Changed working and learning patterns

For many, the ‘new normal’ will be different to what we were used to back in March; some will have lost their jobs or they know someone who has. We are already seeing a shift in the willingness to commute to central London offices, with many companies having announced that their offices are closed until the end of the year. We are also seeing an increase in requests for permanent home working to avoid commuting, but also to ensure a better work / life balance and reducing the carbon footprint. 

Covid 19 has caused a sudden, dramatic change in our lives, but there is a slower change happening as well; a change to the whole structure of our lives. Life used to be simple, with three distinct stages; the learning stage where we went to school, followed by the working stage where we often worked for one company until the long-coveted retirement (recreation) stage started when we turned 60. This three-stage life was easy to plan for, both for the individuals and governments. 

As our life expectancy is increasing, we are seeing a shift to a multi-stage life, where learning, work and recreation are interspersed throughout our lives, rather than happening sequentially. We are having to realise that the education we were so proud of when we graduated in our twenties is more or less obsolete when we turn 30 (if not before!). 

The number of freelancers, contractors and 0-hour contractors are increasing (sometimes not entirely by choice) and it is not uncommon with staff changing companies every two or three years. We are also seeing a shift where employees are no longer staying in one industry, but rather using their softer skills across various sectors. The gig economy is booming, especially among those recently entering the job market, but even for the more experienced. Digital nomads are working wherever there’s good wifi. More and more ‘standardised’ jobs are being automated by developments in artificial intelligence and deep learning. The definition of ‘job security’ is no longer clear and it’ll also be interesting to see what happens in the aftermath of Covid 19, when we enter the ‘new normal’.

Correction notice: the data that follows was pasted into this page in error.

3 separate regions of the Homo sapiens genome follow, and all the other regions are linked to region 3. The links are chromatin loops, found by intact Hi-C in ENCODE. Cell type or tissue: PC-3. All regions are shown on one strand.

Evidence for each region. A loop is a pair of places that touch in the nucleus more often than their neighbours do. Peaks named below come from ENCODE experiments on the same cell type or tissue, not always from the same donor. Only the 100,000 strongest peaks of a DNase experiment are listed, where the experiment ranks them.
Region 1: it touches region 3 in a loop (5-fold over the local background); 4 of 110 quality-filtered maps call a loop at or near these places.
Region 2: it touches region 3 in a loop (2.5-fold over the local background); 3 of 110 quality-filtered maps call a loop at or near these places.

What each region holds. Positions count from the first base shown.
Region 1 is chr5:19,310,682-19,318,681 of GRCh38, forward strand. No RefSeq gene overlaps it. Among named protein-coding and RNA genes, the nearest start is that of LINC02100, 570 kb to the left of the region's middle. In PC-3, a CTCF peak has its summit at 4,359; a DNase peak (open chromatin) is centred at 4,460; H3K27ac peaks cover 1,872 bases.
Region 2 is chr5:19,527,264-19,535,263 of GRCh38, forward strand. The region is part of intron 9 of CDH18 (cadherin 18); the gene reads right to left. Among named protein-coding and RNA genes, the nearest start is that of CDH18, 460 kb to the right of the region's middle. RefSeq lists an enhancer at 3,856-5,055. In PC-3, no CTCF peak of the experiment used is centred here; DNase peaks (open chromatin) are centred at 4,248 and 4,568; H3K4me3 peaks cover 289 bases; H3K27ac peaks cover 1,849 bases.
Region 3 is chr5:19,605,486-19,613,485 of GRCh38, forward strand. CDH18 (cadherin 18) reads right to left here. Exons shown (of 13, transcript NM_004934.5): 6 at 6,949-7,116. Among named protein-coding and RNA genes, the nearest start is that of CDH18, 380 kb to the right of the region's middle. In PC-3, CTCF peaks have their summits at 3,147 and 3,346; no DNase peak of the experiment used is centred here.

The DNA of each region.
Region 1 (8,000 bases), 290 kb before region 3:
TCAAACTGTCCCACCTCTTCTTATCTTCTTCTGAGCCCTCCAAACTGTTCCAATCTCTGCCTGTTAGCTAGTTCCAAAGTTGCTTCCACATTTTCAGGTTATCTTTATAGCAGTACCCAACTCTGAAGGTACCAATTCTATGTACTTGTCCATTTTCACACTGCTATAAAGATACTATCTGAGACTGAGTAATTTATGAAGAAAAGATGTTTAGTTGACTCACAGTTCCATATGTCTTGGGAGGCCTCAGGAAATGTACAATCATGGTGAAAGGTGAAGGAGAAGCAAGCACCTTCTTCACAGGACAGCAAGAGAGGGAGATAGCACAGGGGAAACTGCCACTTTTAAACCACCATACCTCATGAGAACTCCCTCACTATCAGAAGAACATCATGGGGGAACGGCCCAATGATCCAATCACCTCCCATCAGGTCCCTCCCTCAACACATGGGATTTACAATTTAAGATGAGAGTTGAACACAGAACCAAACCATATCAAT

We are seeing more and more ongoing learning, and relearning as we go through life, to ensure our knowledge is up-to-date meaning it is no longer limited to our late teens or early twenties. We no longer need rich parents, huge student loans or a company paying for an MBA later in life as many of the top global universities are offering degree courses online; with just a small charge to get an official certificate. 

It is clear, that the three-stage life (learn, work, retire) is no longer a sustainable model. Age is no longer the same as stage (i.e. experience and seniority). For many in senior positions, this is still somewhat uncomfortable, but true leaders and forward-thinking companies are already embracing the opportunities. 

If you are interested in finding out more about how our working lives are changing, a good place to start is The 100-year life: Living and Working in an Age of Longevity written by Lynda Gratton and Andrew Scott. [Link to Amazon]

Article originally written for the LinkedIn group Women's Infrastructure Network UK (WIN UK), July 2020.